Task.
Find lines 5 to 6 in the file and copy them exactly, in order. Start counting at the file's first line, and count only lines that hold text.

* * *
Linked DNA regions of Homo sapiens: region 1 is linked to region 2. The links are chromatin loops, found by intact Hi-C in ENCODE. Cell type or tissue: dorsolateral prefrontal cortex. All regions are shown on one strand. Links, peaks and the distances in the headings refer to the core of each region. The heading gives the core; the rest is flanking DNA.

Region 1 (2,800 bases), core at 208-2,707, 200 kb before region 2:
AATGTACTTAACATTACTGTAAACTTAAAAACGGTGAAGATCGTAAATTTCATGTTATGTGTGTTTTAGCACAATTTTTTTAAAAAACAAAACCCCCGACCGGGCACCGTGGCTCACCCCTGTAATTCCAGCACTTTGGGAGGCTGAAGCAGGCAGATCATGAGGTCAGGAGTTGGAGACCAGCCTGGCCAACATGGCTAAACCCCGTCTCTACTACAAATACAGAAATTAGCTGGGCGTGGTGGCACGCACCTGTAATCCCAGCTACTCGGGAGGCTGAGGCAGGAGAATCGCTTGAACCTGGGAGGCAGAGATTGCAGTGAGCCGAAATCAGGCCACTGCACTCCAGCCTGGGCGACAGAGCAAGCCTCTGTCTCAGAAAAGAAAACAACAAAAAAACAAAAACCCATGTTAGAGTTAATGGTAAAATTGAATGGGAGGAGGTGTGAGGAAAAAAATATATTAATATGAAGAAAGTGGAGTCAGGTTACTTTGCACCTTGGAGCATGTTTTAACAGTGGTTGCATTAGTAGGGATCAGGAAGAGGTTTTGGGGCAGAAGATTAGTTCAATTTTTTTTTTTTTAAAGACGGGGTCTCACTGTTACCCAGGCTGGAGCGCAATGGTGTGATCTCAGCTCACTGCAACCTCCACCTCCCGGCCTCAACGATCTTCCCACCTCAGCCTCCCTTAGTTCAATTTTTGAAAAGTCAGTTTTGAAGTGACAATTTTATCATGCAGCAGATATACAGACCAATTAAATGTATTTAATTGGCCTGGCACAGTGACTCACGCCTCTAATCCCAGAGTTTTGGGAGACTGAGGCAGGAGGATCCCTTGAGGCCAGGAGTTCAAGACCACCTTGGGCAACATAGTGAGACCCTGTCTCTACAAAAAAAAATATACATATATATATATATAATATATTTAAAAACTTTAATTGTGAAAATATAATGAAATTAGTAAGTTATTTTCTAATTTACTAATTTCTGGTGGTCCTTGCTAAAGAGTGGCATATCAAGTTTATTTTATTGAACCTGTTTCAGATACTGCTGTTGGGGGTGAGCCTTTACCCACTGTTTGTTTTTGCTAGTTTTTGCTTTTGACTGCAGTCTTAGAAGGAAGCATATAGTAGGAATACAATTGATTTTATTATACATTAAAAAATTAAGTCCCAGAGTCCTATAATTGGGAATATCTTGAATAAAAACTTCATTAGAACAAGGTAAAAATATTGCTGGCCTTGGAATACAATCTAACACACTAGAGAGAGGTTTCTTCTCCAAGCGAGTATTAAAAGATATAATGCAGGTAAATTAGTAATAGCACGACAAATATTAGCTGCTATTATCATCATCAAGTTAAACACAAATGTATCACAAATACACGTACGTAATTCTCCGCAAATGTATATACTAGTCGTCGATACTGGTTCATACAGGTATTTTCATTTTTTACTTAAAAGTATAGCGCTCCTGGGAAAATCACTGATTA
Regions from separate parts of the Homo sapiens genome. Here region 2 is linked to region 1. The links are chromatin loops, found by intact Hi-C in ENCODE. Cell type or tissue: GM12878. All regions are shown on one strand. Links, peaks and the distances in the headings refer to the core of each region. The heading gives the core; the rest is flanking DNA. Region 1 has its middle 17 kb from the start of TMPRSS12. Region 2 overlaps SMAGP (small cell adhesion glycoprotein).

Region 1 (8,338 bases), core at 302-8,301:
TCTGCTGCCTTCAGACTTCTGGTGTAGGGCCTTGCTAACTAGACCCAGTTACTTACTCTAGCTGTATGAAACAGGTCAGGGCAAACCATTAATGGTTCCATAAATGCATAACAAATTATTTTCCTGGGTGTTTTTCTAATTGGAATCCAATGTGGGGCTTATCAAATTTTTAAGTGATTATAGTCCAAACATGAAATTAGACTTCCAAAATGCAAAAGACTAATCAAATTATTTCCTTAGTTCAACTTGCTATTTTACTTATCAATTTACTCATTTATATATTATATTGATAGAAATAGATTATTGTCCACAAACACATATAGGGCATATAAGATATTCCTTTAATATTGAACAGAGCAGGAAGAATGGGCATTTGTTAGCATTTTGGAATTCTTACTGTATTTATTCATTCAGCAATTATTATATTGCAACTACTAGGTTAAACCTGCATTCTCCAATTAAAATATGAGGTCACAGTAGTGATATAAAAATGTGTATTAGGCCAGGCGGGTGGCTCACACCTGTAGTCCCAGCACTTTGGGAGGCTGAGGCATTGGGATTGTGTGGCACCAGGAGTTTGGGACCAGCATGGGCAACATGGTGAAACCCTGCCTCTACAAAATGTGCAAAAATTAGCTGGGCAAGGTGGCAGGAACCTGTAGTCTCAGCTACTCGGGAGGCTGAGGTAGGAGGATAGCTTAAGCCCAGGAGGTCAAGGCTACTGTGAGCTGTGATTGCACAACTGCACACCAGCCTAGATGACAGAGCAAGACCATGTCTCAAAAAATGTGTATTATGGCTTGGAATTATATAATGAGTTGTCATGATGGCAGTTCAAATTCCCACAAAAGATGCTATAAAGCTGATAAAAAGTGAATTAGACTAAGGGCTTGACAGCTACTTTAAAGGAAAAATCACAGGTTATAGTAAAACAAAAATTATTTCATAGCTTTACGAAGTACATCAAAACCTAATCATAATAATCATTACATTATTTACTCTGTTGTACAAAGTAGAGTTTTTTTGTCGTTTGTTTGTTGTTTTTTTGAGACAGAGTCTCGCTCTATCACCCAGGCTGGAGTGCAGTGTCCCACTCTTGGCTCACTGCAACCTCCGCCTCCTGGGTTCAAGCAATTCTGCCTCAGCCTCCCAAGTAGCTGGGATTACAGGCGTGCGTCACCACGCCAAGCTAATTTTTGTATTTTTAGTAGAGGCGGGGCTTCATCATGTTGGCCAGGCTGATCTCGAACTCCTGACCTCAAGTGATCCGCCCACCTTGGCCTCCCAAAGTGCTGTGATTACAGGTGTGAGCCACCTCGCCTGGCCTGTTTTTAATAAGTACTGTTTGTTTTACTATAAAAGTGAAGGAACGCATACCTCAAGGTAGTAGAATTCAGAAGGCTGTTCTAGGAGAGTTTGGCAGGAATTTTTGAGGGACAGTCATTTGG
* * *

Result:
Region 1 (8,338 bases), core at 302-8,301:
TCTGCTGCCTTCAGACTTCTGGTGTAGGGCCTTGCTAACTAGACCCAGTTACTTACTCTAGCTGTATGAAACAGGTCAGGGCAAACCATTAATGGTTCCATAAATGCATAACAAATTATTTTCCTGGGTGTTTTTCTAATTGGAATCCAATGTGGGGCTTATCAAATTTTTAAGTGATTATAGTCCAAACATGAAATTAGACTTCCAAAATGCAAAAGACTAATCAAATTATTTCCTTAGTTCAACTTGCTATTTTACTTATCAATTTACTCATTTATATATTATATTGATAGAAATAGATTATTGTCCACAAACACATATAGGGCATATAAGATATTCCTTTAATATTGAACAGAGCAGGAAGAATGGGCATTTGTTAGCATTTTGGAATTCTTACTGTATTTATTCATTCAGCAATTATTATATTGCAACTACTAGGTTAAACCTGCATTCTCCAATTAAAATATGAGGTCACAGTAGTGATATAAAAATGTGTATTAGGCCAGGCGGGTGGCTCACACCTGTAGTCCCAGCACTTTGGGAGGCTGAGGCATTGGGATTGTGTGGCACCAGGAGTTTGGGACCAGCATGGGCAACATGGTGAAACCCTGCCTCTACAAAATGTGCAAAAATTAGCTGGGCAAGGTGGCAGGAACCTGTAGTCTCAGCTACTCGGGAGGCTGAGGTAGGAGGATAGCTTAAGCCCAGGAGGTCAAGGCTACTGTGAGCTGTGATTGCACAACTGCACACCAGCCTAGATGACAGAGCAAGACCATGTCTCAAAAAATGTGTATTATGGCTTGGAATTATATAATGAGTTGTCATGATGGCAGTTCAAATTCCCACAAAAGATGCTATAAAGCTGATAAAAAGTGAATTAGACTAAGGGCTTGACAGCTACTTTAAAGGAAAAATCACAGGTTATAGTAAAACAAAAATTATTTCATAGCTTTACGAAGTACATCAAAACCTAATCATAATAATCATTACATTATTTACTCTGTTGTACAAAGTAGAGTTTTTTTGTCGTTTGTTTGTTGTTTTTTTGAGACAGAGTCTCGCTCTATCACCCAGGCTGGAGTGCAGTGTCCCACTCTTGGCTCACTGCAACCTCCGCCTCCTGGGTTCAAGCAATTCTGCCTCAGCCTCCCAAGTAGCTGGGATTACAGGCGTGCGTCACCACGCCAAGCTAATTTTTGTATTTTTAGTAGAGGCGGGGCTTCATCATGTTGGCCAGGCTGATCTCGAACTCCTGACCTCAAGTGATCCGCCCACCTTGGCCTCCCAAAGTGCTGTGATTACAGGTGTGAGCCACCTCGCCTGGCCTGTTTTTAATAAGTACTGTTTGTTTTACTATAAAAGTGAAGGAACGCATACCTCAAGGTAGTAGAATTCAGAAGGCTGTTCTAGGAGAGTTTGGCAGGAATTTTTGAGGGACAGTCATTTGG